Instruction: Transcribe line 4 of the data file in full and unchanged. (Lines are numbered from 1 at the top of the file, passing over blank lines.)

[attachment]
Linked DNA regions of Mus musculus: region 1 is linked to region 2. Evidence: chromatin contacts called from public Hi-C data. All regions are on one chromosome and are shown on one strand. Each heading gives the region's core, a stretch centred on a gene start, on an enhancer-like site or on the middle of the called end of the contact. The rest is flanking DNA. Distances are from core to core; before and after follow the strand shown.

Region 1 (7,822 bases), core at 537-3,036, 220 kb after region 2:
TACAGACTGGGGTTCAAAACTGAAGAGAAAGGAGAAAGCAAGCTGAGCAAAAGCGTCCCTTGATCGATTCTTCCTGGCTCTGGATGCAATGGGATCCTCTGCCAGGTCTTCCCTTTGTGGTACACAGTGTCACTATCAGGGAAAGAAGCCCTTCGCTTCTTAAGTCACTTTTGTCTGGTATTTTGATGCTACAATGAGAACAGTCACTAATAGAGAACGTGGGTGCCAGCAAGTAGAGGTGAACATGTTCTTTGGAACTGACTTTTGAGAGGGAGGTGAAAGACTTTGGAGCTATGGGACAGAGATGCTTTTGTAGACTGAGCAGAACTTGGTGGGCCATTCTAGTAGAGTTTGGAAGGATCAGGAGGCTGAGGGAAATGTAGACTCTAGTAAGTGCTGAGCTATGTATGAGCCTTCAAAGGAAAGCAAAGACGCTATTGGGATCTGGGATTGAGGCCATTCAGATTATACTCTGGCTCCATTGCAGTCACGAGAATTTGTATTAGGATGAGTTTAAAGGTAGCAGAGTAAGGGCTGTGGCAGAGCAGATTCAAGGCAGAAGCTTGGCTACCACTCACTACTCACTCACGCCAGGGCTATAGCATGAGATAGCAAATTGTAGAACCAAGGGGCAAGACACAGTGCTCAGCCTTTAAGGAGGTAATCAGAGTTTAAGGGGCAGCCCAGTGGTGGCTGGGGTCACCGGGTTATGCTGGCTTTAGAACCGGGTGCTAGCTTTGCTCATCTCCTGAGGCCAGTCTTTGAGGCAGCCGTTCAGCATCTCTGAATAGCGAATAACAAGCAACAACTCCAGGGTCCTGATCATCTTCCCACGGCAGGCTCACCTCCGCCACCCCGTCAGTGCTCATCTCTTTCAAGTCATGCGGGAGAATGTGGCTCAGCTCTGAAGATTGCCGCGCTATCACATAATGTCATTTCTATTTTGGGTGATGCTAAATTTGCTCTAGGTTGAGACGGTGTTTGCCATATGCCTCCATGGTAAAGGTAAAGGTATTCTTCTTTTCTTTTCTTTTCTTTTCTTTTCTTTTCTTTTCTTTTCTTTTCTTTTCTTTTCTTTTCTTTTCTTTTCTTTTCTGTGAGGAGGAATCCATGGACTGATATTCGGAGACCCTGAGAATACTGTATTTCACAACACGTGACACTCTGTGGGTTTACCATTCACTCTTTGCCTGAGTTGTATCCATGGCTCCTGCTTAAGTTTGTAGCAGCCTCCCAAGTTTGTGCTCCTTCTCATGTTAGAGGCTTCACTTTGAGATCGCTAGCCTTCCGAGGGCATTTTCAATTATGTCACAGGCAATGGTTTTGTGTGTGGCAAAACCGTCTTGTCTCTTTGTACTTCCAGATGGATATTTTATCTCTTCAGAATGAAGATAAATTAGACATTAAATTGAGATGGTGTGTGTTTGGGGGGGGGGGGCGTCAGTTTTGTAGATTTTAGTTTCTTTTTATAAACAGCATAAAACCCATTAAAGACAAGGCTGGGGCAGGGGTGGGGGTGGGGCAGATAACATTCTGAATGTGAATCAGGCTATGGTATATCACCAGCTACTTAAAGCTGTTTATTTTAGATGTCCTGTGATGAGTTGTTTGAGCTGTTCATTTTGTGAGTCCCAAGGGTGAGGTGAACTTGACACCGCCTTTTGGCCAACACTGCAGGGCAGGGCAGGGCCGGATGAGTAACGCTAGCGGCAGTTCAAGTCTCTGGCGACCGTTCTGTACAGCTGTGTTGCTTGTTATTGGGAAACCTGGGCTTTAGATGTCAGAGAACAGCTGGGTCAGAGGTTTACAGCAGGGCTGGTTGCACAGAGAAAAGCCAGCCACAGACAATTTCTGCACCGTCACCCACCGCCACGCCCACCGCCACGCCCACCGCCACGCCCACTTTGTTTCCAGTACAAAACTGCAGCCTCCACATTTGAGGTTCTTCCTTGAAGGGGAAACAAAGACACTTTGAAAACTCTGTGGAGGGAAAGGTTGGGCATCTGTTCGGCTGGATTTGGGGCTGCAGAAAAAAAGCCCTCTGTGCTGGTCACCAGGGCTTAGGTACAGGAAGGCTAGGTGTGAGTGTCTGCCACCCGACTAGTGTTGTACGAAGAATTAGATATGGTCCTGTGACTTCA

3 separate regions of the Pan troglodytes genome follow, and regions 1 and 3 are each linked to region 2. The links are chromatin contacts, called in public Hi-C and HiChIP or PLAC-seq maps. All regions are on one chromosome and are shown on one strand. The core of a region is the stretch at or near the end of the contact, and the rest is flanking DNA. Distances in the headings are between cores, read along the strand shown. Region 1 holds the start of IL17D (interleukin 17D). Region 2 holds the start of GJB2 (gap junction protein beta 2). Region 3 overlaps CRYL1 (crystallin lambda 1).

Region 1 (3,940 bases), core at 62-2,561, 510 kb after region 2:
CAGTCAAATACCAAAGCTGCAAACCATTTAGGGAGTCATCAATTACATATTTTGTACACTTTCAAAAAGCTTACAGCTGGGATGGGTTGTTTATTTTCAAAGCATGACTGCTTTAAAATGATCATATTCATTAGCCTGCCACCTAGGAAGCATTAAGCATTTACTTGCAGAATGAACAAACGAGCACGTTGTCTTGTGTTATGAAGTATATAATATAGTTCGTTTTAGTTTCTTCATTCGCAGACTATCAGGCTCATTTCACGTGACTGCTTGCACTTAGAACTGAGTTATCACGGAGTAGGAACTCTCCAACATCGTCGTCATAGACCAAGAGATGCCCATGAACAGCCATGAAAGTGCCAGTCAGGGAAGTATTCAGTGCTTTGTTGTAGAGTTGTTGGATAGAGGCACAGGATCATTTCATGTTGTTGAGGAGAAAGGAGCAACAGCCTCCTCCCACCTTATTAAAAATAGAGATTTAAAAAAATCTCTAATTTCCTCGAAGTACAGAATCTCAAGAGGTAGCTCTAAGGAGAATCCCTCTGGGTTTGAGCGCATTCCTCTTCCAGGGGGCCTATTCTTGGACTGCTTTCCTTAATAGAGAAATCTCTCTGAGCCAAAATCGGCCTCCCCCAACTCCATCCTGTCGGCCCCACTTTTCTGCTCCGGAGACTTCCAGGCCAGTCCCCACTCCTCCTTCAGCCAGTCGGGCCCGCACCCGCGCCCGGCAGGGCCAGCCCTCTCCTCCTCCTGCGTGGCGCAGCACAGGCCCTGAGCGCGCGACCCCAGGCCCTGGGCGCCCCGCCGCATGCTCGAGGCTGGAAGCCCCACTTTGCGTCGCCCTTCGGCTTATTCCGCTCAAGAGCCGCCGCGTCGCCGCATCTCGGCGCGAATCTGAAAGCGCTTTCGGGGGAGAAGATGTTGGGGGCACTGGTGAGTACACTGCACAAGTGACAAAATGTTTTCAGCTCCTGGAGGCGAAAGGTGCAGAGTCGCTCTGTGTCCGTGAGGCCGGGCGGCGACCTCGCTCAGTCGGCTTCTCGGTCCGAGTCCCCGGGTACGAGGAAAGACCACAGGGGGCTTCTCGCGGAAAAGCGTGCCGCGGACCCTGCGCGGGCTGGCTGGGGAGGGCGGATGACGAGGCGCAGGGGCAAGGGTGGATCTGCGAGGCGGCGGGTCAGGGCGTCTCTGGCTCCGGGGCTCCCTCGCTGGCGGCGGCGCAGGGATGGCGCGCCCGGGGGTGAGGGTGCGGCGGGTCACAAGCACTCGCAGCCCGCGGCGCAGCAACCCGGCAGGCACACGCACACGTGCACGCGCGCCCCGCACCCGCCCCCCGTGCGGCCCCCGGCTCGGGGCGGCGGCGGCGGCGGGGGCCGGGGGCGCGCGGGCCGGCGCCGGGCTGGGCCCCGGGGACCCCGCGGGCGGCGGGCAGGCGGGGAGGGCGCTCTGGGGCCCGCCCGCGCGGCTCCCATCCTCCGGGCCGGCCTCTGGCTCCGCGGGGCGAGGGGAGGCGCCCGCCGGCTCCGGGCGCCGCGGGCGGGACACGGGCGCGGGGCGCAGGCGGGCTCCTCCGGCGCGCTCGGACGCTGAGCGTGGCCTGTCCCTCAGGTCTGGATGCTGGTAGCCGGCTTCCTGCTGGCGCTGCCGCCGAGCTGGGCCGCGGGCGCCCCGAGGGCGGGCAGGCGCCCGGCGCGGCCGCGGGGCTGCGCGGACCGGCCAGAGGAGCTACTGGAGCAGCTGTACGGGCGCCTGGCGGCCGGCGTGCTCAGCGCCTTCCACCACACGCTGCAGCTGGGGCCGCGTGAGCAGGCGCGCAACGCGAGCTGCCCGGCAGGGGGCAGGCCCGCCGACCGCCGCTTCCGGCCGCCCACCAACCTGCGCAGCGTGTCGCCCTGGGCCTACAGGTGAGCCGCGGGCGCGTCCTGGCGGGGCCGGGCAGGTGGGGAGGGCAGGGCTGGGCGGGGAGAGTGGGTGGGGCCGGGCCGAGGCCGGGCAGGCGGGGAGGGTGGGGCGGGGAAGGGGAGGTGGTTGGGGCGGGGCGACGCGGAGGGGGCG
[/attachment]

3 separate regions of the Pan troglodytes genome follow, and regions 1 and 3 are each linked to region 2. The links are chromatin contacts, called in public Hi-C and HiChIP or PLAC-seq maps. All regions are on one chromosome and are shown on one strand. The core of a region is the stretch at or near the end of the contact, and the rest is flanking DNA. Distances in the headings are between cores, read along the strand shown. Region 1 holds the start of IL17D (interleukin 17D). Region 2 holds the start of GJB2 (gap junction protein beta 2). Region 3 overlaps CRYL1 (crystallin lambda 1).